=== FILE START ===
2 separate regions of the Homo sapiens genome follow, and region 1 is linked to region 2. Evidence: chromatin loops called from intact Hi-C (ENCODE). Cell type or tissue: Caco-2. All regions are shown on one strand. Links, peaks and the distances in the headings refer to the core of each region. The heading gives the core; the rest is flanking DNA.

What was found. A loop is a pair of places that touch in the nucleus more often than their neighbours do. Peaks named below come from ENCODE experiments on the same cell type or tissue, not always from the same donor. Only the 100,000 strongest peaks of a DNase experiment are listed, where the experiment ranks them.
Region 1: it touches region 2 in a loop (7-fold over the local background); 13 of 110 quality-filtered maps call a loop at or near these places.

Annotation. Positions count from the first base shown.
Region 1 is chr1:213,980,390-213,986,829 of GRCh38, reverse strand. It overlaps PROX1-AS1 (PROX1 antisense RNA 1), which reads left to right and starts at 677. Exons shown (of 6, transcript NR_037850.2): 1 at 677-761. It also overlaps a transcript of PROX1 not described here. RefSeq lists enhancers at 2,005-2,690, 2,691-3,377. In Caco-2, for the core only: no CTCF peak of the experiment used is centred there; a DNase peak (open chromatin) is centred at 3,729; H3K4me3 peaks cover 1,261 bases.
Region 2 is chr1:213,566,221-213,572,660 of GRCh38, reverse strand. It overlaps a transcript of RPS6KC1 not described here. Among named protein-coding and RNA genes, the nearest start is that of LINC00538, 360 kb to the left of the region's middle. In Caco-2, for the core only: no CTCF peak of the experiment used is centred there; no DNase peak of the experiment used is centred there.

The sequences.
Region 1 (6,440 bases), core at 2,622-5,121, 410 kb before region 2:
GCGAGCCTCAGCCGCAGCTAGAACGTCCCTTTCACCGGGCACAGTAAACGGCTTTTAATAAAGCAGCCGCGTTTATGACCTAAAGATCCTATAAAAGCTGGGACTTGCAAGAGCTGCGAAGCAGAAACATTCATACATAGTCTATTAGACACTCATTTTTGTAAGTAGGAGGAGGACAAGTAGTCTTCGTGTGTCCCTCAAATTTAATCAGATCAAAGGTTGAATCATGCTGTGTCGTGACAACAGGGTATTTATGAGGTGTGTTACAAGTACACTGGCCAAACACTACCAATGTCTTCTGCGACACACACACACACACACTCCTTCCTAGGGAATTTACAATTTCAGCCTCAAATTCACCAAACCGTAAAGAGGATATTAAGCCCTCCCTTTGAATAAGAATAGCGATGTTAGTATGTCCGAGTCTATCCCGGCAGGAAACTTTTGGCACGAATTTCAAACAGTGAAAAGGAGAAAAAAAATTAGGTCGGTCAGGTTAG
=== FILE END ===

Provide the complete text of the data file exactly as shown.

2 separate regions of the Homo sapiens genome follow, and region 1 is linked to region 2. Evidence: chromatin loops called from intact Hi-C (ENCODE). Cell type or tissue: Caco-2. All regions are shown on one strand. Links, peaks and the distances in the headings refer to the core of each region. The heading gives the core; the rest is flanking DNA.

What was found. A loop is a pair of places that touch in the nucleus more often than their neighbours do. Peaks named below come from ENCODE experiments on the same cell type or tissue, not always from the same donor. Only the 100,000 strongest peaks of a DNase experiment are listed, where the experiment ranks them.
Region 1: it touches region 2 in a loop (7-fold over the local background); 13 of 110 quality-filtered maps call a loop at or near these places.

Annotation. Positions count from the first base shown.
Region 1 is chr1:213,980,390-213,986,829 of GRCh38, reverse strand. It overlaps PROX1-AS1 (PROX1 antisense RNA 1), which reads left to right and starts at 677. Exons shown (of 6, transcript NR_037850.2): 1 at 677-761. It also overlaps a transcript of PROX1 not described here. RefSeq lists enhancers at 2,005-2,690, 2,691-3,377. In Caco-2, for the core only: no CTCF peak of the experiment used is centred there; a DNase peak (open chromatin) is centred at 3,729; H3K4me3 peaks cover 1,261 bases.
Region 2 is chr1:213,566,221-213,572,660 of GRCh38, reverse strand. It overlaps a transcript of RPS6KC1 not described here. Among named protein-coding and RNA genes, the nearest start is that of LINC00538, 360 kb to the left of the region's middle. In Caco-2, for the core only: no CTCF peak of the experiment used is centred there; no DNase peak of the experiment used is centred there.

The sequences.
Region 1 (6,440 bases), core at 2,622-5,121, 410 kb before region 2:
GCGAGCCTCAGCCGCAGCTAGAACGTCCCTTTCACCGGGCACAGTAAACGGCTTTTAATAAAGCAGCCGCGTTTATGACCTAAAGATCCTATAAAAGCTGGGACTTGCAAGAGCTGCGAAGCAGAAACATTCATACATAGTCTATTAGACACTCATTTTTGTAAGTAGGAGGAGGACAAGTAGTCTTCGTGTGTCCCTCAAATTTAATCAGATCAAAGGTTGAATCATGCTGTGTCGTGACAACAGGGTATTTATGAGGTGTGTTACAAGTACACTGGCCAAACACTACCAATGTCTTCTGCGACACACACACACACACACTCCTTCCTAGGGAATTTACAATTTCAGCCTCAAATTCACCAAACCGTAAAGAGGATATTAAGCCCTCCCTTTGAATAAGAATAGCGATGTTAGTATGTCCGAGTCTATCCCGGCAGGAAACTTTTGGCACGAATTTCAAACAGTGAAAAGGAGAAAAAAAATTAGGTCGGTCAGGTTAG